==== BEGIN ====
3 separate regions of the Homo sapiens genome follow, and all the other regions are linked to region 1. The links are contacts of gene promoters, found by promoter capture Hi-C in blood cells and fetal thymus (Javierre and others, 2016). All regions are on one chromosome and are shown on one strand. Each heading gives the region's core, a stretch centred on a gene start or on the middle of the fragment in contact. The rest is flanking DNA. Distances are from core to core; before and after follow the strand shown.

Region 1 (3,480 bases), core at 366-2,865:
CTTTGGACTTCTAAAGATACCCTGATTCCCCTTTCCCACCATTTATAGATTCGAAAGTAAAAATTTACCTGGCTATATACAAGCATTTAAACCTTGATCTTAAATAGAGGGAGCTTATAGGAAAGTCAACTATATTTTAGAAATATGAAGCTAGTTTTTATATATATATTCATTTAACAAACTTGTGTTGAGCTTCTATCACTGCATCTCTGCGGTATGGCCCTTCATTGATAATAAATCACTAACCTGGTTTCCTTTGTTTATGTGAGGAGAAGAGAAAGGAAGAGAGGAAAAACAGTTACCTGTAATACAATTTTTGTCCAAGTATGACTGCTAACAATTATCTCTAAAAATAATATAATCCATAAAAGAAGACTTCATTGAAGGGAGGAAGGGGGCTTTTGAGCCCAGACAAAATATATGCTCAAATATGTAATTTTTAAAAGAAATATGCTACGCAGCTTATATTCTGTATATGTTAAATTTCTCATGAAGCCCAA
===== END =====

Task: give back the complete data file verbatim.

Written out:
3 separate regions of the Homo sapiens genome follow, and all the other regions are linked to region 1. The links are contacts of gene promoters, found by promoter capture Hi-C in blood cells and fetal thymus (Javierre and others, 2016). All regions are on one chromosome and are shown on one strand. Each heading gives the region's core, a stretch centred on a gene start or on the middle of the fragment in contact. The rest is flanking DNA. Distances are from core to core; before and after follow the strand shown.

Region 1 (3,480 bases), core at 366-2,865:
CTTTGGACTTCTAAAGATACCCTGATTCCCCTTTCCCACCATTTATAGATTCGAAAGTAAAAATTTACCTGGCTATATACAAGCATTTAAACCTTGATCTTAAATAGAGGGAGCTTATAGGAAAGTCAACTATATTTTAGAAATATGAAGCTAGTTTTTATATATATATTCATTTAACAAACTTGTGTTGAGCTTCTATCACTGCATCTCTGCGGTATGGCCCTTCATTGATAATAAATCACTAACCTGGTTTCCTTTGTTTATGTGAGGAGAAGAGAAAGGAAGAGAGGAAAAACAGTTACCTGTAATACAATTTTTGTCCAAGTATGACTGCTAACAATTATCTCTAAAAATAATATAATCCATAAAAGAAGACTTCATTGAAGGGAGGAAGGGGGCTTTTGAGCCCAGACAAAATATATGCTCAAATATGTAATTTTTAAAAGAAATATGCTACGCAGCTTATATTCTGTATATGTTAAATTTCTCATGAAGCCCAA